Tricia Braid

Tricia Braid operates a pet cremation business as part of the family farm operation in McLean County, Ill. Other added sources of income include renting pasture land to neighbors.

McLEAN, Ill. — When Tricia Braid wanted to switch to a new job to tighten her connection with the family farm, she thought creatively. Leaving agricultural communications to run a pet cremation business has been a good move for her.

“It is a unique business. I could site it at the farm and build on my family’s legacy,” she said.

Being nearby, she can be helpful to her father, Tom Braid, 70, who grows corn and soybeans in McLean County.

For a decade, Braid was communications director for the Illinois Corn Growers Association. She has also worked with the Illinois Farm Bureau, was a farm writer and broadcaster, all while keeping a strong connection to her family farm.

“So many things I learned help me now as a small business owner,” she said.

Farm compatibility

“When I first introduced the idea to my dad, he was not particularly sold on the notion,” Baird said.

Her father was worried about her leaving a reliable job to run a pet cremation business. But that changed when she presented him with the data and business plan for Cherished Like Family.

The new building is a stone’s throw from the house she grew up in, and her dad has been a good adviser in its construction.

“I’m enjoying the opportunity of engaging with my dad in business,” she said.

He was the one who suggested a building instead of an outdoor crematory as she had planned to cut costs.

Her brother, Buck Braid, who works for Growmark, is also keen on working on the farm in the future. The two families would need income streams other than corn and soybeans to have a profitable enterprise.

“We both have intentions of farming,” she said, noting that they don’t want to hurry their father into retirement but want to have established supportive businesses that allow them to ease into farming when the opportunity comes.

They are considering other value-added options, including pasture chickens and growing hemp for CBD oil. They just added two bee hives and rent pasture to a neighbor for his calves and cows.

“I’m persistent in my interest to be more engaged,” Braid said.

Braid, who lives in LeRoy with her husband and two youngest children, ages 4 and 6, wants to raise them with farm experiences her two older children had.

“My older boys helped with planting and harvest,” she said.

Meeting a need

In her research to find a farm-friendly business, Braid discovered the pet business brings in $78 billion a year in the U.S., and it is growing.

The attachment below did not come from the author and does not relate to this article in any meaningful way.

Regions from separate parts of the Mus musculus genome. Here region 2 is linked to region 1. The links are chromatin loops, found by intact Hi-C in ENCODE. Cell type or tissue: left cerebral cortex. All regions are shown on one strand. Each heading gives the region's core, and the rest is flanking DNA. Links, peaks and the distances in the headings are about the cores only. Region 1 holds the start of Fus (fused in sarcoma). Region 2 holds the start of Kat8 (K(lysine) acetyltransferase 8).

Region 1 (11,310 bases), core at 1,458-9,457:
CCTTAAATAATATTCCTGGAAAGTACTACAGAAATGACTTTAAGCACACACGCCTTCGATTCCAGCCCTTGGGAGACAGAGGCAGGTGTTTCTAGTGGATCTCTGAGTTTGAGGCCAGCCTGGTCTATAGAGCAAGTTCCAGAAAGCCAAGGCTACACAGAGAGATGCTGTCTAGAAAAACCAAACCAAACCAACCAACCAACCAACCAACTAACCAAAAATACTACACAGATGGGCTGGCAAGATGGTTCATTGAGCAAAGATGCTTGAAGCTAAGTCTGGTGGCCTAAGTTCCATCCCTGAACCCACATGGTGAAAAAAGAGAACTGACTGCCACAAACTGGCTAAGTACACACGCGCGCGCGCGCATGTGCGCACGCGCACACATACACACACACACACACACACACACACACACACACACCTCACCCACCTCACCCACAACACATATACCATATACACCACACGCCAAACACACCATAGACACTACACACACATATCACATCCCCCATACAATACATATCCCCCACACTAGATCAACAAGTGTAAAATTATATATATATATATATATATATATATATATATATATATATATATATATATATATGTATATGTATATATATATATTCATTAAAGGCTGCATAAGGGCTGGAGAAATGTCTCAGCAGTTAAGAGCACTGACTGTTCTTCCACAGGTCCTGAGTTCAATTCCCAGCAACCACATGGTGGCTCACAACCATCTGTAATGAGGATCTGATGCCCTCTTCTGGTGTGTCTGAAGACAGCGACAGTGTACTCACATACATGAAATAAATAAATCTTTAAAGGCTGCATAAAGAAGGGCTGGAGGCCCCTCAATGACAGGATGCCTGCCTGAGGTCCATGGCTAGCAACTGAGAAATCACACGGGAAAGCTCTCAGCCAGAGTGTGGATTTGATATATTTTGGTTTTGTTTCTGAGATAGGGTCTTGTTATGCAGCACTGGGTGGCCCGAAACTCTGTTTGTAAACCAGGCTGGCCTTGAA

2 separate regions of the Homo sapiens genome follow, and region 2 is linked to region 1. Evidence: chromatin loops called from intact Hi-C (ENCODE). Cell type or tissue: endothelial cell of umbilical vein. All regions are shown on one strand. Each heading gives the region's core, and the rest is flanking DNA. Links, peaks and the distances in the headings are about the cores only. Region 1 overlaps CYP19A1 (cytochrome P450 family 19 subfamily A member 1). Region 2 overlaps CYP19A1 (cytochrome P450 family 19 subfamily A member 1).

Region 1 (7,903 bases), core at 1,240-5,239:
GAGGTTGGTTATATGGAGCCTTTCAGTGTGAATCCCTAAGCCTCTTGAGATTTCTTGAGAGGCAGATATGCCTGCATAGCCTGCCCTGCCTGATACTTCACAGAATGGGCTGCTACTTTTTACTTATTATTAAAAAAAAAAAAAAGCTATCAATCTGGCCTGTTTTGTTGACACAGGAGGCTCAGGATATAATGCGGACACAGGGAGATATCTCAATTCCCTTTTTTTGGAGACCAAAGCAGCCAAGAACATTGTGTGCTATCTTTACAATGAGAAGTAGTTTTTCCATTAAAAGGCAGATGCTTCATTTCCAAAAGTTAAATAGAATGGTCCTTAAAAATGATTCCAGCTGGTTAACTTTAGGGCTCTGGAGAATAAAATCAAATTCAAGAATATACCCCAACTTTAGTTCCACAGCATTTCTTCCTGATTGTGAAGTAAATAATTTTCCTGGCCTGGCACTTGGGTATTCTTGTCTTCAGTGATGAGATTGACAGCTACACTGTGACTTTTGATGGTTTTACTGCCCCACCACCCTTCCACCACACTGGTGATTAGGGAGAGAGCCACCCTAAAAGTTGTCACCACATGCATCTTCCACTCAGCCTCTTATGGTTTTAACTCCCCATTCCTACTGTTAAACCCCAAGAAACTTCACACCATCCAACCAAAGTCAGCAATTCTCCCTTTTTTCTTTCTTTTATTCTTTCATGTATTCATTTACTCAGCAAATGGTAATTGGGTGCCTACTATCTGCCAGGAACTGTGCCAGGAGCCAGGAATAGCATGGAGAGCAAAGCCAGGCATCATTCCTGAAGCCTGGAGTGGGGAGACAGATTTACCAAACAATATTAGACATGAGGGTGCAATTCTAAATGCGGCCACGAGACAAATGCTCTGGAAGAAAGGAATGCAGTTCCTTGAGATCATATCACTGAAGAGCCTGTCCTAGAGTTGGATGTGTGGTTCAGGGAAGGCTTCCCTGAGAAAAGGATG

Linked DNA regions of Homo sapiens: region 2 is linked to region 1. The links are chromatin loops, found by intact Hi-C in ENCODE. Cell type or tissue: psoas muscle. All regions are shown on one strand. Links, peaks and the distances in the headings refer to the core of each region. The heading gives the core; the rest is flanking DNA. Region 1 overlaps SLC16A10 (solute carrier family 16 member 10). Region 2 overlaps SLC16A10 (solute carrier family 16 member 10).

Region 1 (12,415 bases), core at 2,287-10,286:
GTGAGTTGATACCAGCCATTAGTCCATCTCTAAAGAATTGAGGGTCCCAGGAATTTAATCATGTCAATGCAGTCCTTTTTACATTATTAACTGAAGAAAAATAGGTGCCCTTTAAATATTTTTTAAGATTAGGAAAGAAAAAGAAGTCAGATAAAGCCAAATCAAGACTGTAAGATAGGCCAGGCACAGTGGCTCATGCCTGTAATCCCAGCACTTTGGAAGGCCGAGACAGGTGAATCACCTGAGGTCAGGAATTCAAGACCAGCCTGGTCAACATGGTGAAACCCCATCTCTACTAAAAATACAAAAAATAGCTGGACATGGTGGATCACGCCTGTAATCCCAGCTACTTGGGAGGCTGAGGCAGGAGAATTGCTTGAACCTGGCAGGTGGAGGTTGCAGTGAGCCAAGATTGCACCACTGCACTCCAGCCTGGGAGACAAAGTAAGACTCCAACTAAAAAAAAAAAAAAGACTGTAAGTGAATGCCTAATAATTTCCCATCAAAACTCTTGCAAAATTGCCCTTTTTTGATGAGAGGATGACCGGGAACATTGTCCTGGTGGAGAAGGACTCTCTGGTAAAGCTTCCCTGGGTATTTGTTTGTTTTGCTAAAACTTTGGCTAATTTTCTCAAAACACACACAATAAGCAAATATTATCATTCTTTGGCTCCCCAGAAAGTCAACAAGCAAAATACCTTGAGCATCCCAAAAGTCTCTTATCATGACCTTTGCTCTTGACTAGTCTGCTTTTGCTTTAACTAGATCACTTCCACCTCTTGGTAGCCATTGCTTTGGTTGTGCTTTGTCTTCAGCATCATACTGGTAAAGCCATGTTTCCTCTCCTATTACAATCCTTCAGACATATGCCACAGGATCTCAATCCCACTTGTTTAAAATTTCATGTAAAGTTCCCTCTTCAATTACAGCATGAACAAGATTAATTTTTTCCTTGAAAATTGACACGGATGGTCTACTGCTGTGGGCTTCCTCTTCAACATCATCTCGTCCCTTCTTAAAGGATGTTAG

A friend initially connected her with the owners of Christianson’s Companion Cremations in Waynesville, Illinois. She took ownership of the business in January with the new name Cherished Like Family.

She respects the family’s relationship with their companion animals which have included cats, dogs, a hedgehog, goats, horses, alpacas, llamas and two rats. Braid makes a point to know the name of the horse or family pet.

She recalls thinking it was a bit odd for a family to cremate a hedgehog until she returned the pet to the family. She learned they had chosen this pet instead of a cat or dog because of the children’s dander allergies.

She usually accepts two to three horses a week and about 2,000 small animals for cremation per year.

Since March with the onset of the COVID-19 pandemic here, she has noticed a slight decrease in the number of animals at vet offices in the seven towns she serves in central Illinois. There are more private calls as some people may change end-of-life decisions for their pets when they are working from home.

She offers three levels of cremation services. Communal is where many animals share the chamber, semi-private when animals are not alone but are segregated in the unit, and a private cremation. People can choose to have their pet’s ashes returned in private and semi-private options. Communal ashes, by law, are taken to an accepted landfill site.

At this time when some farmers must dispose of animals, she has been asked if she could help. But she said “it doesn’t make economic sense” for the farmer. Cremation for a horse is about $500 depending on weight and size.

There are few such businesses serving horse owners in Illinois, especially outside the Chicago area. She works within a 150-mile radius to serve them.

Phyllis Coulter is Northern Illinois field editor, writing for Illinois Farmer Today, Iowa Farmer Today and Missouri Farmer Today.